Wednesday, September 3, 2014

Pikes Peak Rangerettes

Spencer Penrose
Spencer Penrose is synonymous with Colorado Springs. A man of great insight, he was valuable in shaping the city and building it up for tourism. Among his many accomplishments was his teaming with Charles Leaming Tutt and Jasper Ackerman to found three organizations: the Colorado Rodeo Associations (CSRA), the Professional Rodeo Cowboys Association (PRCA), and Norris-Penrose Event Center. Penrose is also credited with bringing the first rodeo to Colorado Springs after the city enjoyed much success in 1936 with its Pikes Peak or Bust Days.

The first rodeo was held in July 1937 at the Cheyenne Mountain Polo Field. The stadium could only seat 500 people, so Penrose built the Will Rogers Memorial Stadium to house 10,000 people on the west side of the Broadmoor Hotel. In August of 1938, the stadium was dedicated and hosted the Pikes Peak or Bust Rodeo. Tutt and Ackerman helped to promote the rodeo, and after World War 11, the rodeo was dedicated to the men and women who gave their lives during the War. The tradition of honoring and supporting the military continues to this day, with the rodeo now being held at the Norris-Penrose Event Center. 

Pikes Peak Rangerettes
Of the many acts designed to entertain the crowd while the cowboys prepare for their events is the Pikes Peak Rangerettes. The Rangerettes were founded in 1957 to promote the rodeo. They are an all-girl precision riding team (think the Radio City Music Hall Rockettes on horseback), and a spectacular sight to see. Ranging in age from 12-20, the girls gallop and canter around the arena in groups of two or four, weaving in and out of each other in intricate steps meant to dazzle and delight the crowd. The Rangerettes also ride in the Pikes Peak or Bust Parade and perform at other local rodeos and county fairs, encouraging unity, responsibility, self-improvement and enjoyment of horse-related activities.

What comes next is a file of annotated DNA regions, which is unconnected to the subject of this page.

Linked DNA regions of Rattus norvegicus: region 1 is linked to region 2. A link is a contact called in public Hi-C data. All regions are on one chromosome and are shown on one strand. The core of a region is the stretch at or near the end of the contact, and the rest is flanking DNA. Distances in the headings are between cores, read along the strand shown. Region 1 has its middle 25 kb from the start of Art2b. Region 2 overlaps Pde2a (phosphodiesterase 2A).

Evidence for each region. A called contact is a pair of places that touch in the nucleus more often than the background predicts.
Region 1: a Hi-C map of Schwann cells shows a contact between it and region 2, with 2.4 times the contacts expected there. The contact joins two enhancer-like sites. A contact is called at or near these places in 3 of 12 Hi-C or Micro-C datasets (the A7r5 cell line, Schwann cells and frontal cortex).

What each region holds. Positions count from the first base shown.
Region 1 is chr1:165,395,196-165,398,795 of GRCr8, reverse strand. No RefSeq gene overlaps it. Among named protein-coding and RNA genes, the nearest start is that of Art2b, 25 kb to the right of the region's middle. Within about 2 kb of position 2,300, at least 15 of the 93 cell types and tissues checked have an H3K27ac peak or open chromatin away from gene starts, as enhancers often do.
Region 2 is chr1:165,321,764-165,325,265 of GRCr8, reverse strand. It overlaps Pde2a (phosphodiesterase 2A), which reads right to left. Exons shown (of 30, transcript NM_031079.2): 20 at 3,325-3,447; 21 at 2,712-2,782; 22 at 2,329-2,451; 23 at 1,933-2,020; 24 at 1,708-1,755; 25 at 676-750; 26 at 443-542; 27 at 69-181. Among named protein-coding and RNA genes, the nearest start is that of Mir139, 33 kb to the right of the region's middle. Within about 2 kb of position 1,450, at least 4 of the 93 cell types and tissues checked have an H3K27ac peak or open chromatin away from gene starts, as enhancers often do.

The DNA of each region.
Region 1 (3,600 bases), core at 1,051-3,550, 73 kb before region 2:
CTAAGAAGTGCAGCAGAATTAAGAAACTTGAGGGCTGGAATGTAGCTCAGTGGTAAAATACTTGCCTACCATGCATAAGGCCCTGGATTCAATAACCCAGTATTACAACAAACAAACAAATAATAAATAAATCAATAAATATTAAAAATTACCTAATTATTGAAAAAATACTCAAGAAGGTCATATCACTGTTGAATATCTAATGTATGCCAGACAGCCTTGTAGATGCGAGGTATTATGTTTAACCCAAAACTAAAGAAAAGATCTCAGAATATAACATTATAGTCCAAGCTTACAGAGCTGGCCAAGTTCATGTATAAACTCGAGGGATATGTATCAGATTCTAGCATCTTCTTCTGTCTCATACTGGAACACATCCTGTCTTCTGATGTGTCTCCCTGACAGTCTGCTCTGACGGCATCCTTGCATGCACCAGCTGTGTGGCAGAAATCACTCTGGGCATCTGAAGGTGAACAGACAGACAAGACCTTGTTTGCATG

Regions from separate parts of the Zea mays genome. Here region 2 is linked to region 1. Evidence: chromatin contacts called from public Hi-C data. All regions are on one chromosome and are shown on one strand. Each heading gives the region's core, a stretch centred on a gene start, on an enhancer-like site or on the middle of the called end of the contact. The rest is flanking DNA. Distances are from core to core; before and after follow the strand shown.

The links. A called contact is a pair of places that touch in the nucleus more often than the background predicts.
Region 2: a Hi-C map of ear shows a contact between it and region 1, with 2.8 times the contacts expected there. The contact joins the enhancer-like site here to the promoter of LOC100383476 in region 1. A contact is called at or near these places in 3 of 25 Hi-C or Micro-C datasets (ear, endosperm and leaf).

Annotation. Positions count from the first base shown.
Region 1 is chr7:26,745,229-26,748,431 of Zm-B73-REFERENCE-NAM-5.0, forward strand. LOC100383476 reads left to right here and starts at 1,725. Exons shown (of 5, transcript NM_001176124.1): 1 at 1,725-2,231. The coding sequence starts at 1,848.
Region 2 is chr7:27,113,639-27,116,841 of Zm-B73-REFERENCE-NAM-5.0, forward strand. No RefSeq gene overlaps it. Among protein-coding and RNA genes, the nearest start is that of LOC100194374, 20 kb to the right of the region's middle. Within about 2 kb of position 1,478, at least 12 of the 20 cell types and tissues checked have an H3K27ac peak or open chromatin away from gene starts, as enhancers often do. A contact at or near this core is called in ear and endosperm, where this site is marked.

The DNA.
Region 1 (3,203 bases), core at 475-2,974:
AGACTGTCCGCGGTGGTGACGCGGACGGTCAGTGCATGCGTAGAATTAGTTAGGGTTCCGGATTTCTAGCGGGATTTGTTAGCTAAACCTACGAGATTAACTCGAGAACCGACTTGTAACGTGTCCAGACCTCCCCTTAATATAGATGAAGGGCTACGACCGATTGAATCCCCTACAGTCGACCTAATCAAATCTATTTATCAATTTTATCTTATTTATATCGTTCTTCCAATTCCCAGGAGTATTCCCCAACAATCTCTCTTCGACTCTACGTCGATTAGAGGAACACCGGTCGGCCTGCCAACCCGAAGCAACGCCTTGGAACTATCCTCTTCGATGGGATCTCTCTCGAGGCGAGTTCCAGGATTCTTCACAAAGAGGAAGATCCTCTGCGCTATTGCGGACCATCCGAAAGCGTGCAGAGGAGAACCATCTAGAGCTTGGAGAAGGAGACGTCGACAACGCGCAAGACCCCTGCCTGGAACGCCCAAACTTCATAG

The Rangerettes standing at attention as the rodeo begins
To become a Rangerette, the girls must meet several criteria. The first is she must own or have access to one specific horse. She is also responsible for the care and transportation of her horse to and from events. Besides practicing several hours per week with the team, each girl must also practice at home. Members of the Rangerettes are required to pay dues, provide her own saddle and tack, boots, belt and hat, and must take exceptional care of the uniforms provided. Personality traits include good attitude, commitment and responsibility to herself and to the group and each must prove efficient in horsemanship.

The Rangerettes are a group of 20. Should they have more young ladies trying out, there is a waiting list. This summer alone the girls have given their time to help out with local charity events, such as the National Western Stock Show where they gave inner city kids with good grade rides on their horses. These young women are true ambassadors to the west and will take your breath away when you watch them perform.
Rangerettes at the PPOB Rodeo July 2014


Ginger Jones Simpson said...

Interesting info. Julie.

Julie Lence said...

Hi Ginger: I wish I could have posted more as tot heir history, but I couldn't find much and I don't know where in town they're located. But they are awesome to watch perform.

Kristy McCaffrey said...

It would be wonderful to see them perform!

Shanna Hatfield said...

What a fun and informative post! Thanks for sharing, Julie!

Julie Lence said...

Glad you liked reading about them, Shanna.

Kristy--they are awesome to see. I don't know how they get those horses to not bump into each other, some of their moves are that intricate.